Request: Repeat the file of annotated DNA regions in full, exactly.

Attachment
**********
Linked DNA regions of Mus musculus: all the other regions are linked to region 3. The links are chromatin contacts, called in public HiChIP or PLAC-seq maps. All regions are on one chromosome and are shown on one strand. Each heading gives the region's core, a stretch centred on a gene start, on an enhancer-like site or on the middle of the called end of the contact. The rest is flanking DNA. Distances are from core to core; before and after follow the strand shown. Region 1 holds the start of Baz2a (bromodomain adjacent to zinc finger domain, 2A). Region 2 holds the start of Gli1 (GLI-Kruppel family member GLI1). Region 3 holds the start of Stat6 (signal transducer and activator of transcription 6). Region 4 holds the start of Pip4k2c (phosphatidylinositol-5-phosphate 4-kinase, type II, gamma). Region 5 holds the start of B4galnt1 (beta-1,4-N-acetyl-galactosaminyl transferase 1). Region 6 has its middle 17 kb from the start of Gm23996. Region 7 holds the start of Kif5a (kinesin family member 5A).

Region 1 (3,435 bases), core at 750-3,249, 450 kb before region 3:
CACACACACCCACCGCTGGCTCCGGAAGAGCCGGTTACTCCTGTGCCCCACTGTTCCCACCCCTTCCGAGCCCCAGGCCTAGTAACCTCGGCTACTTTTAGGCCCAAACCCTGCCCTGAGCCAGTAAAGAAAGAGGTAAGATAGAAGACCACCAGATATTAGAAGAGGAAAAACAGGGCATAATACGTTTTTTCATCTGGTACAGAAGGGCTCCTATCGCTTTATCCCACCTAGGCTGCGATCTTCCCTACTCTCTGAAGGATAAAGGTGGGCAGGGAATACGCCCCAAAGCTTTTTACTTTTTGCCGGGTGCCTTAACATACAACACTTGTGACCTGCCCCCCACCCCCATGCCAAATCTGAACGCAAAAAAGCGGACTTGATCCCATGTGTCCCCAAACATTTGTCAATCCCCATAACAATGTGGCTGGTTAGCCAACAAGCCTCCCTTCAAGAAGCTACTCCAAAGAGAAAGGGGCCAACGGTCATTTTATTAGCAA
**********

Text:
Linked DNA regions of Mus musculus: all the other regions are linked to region 3. The links are chromatin contacts, called in public HiChIP or PLAC-seq maps. All regions are on one chromosome and are shown on one strand. Each heading gives the region's core, a stretch centred on a gene start, on an enhancer-like site or on the middle of the called end of the contact. The rest is flanking DNA. Distances are from core to core; before and after follow the strand shown. Region 1 holds the start of Baz2a (bromodomain adjacent to zinc finger domain, 2A). Region 2 holds the start of Gli1 (GLI-Kruppel family member GLI1). Region 3 holds the start of Stat6 (signal transducer and activator of transcription 6). Region 4 holds the start of Pip4k2c (phosphatidylinositol-5-phosphate 4-kinase, type II, gamma). Region 5 holds the start of B4galnt1 (beta-1,4-N-acetyl-galactosaminyl transferase 1). Region 6 has its middle 17 kb from the start of Gm23996. Region 7 holds the start of Kif5a (kinesin family member 5A).

Region 1 (3,435 bases), core at 750-3,249, 450 kb before region 3:
CACACACACCCACCGCTGGCTCCGGAAGAGCCGGTTACTCCTGTGCCCCACTGTTCCCACCCCTTCCGAGCCCCAGGCCTAGTAACCTCGGCTACTTTTAGGCCCAAACCCTGCCCTGAGCCAGTAAAGAAAGAGGTAAGATAGAAGACCACCAGATATTAGAAGAGGAAAAACAGGGCATAATACGTTTTTTCATCTGGTACAGAAGGGCTCCTATCGCTTTATCCCACCTAGGCTGCGATCTTCCCTACTCTCTGAAGGATAAAGGTGGGCAGGGAATACGCCCCAAAGCTTTTTACTTTTTGCCGGGTGCCTTAACATACAACACTTGTGACCTGCCCCCCACCCCCATGCCAAATCTGAACGCAAAAAAGCGGACTTGATCCCATGTGTCCCCAAACATTTGTCAATCCCCATAACAATGTGGCTGGTTAGCCAACAAGCCTCCCTTCAAGAAGCTACTCCAAAGAGAAAGGGGCCAACGGTCATTTTATTAGCAA